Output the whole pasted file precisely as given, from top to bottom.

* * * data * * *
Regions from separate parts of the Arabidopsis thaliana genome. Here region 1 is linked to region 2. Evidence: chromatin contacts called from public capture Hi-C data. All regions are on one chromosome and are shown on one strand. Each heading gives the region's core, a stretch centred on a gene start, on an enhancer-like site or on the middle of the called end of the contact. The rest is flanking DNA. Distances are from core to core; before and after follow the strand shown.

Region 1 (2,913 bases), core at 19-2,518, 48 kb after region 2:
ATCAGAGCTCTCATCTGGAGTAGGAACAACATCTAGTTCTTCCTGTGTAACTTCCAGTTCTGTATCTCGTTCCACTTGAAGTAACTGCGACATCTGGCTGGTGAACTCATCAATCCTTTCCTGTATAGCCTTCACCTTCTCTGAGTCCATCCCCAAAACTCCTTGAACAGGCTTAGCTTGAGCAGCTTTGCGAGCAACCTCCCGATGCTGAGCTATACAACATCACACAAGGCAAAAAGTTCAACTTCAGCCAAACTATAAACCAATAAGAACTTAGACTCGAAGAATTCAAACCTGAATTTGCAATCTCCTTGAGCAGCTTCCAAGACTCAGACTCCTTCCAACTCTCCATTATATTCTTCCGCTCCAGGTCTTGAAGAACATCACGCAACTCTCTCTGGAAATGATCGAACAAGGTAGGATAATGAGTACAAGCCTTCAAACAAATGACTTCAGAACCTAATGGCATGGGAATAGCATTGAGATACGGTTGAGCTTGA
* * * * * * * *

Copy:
Regions from separate parts of the Arabidopsis thaliana genome. Here region 1 is linked to region 2. Evidence: chromatin contacts called from public capture Hi-C data. All regions are on one chromosome and are shown on one strand. Each heading gives the region's core, a stretch centred on a gene start, on an enhancer-like site or on the middle of the called end of the contact. The rest is flanking DNA. Distances are from core to core; before and after follow the strand shown.

Region 1 (2,913 bases), core at 19-2,518, 48 kb after region 2:
ATCAGAGCTCTCATCTGGAGTAGGAACAACATCTAGTTCTTCCTGTGTAACTTCCAGTTCTGTATCTCGTTCCACTTGAAGTAACTGCGACATCTGGCTGGTGAACTCATCAATCCTTTCCTGTATAGCCTTCACCTTCTCTGAGTCCATCCCCAAAACTCCTTGAACAGGCTTAGCTTGAGCAGCTTTGCGAGCAACCTCCCGATGCTGAGCTATACAACATCACACAAGGCAAAAAGTTCAACTTCAGCCAAACTATAAACCAATAAGAACTTAGACTCGAAGAATTCAAACCTGAATTTGCAATCTCCTTGAGCAGCTTCCAAGACTCAGACTCCTTCCAACTCTCCATTATATTCTTCCGCTCCAGGTCTTGAAGAACATCACGCAACTCTCTCTGGAAATGATCGAACAAGGTAGGATAATGAGTACAAGCCTTCAAACAAATGACTTCAGAACCTAATGGCATGGGAATAGCATTGAGATACGGTTGAGCTTGA